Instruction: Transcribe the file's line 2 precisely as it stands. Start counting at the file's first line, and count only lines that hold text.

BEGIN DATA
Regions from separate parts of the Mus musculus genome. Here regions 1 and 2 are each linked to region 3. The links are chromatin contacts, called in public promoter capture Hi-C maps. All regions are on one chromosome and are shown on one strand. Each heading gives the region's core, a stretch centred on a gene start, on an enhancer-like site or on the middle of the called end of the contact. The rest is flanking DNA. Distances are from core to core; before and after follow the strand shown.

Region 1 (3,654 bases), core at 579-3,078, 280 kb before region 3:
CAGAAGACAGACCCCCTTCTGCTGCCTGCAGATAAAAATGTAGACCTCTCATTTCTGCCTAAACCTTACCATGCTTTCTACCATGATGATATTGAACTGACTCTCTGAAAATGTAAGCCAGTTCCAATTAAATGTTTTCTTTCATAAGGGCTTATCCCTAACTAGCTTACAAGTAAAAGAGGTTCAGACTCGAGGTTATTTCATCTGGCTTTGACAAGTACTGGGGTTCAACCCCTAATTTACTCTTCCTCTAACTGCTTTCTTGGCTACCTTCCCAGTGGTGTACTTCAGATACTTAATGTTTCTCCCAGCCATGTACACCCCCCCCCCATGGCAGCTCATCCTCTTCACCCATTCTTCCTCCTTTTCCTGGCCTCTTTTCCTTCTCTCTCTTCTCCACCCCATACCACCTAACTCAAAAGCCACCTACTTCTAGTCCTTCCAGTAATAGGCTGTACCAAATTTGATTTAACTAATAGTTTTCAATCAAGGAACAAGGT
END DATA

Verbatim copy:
Region 1 (3,654 bases), core at 579-3,078, 280 kb before region 3: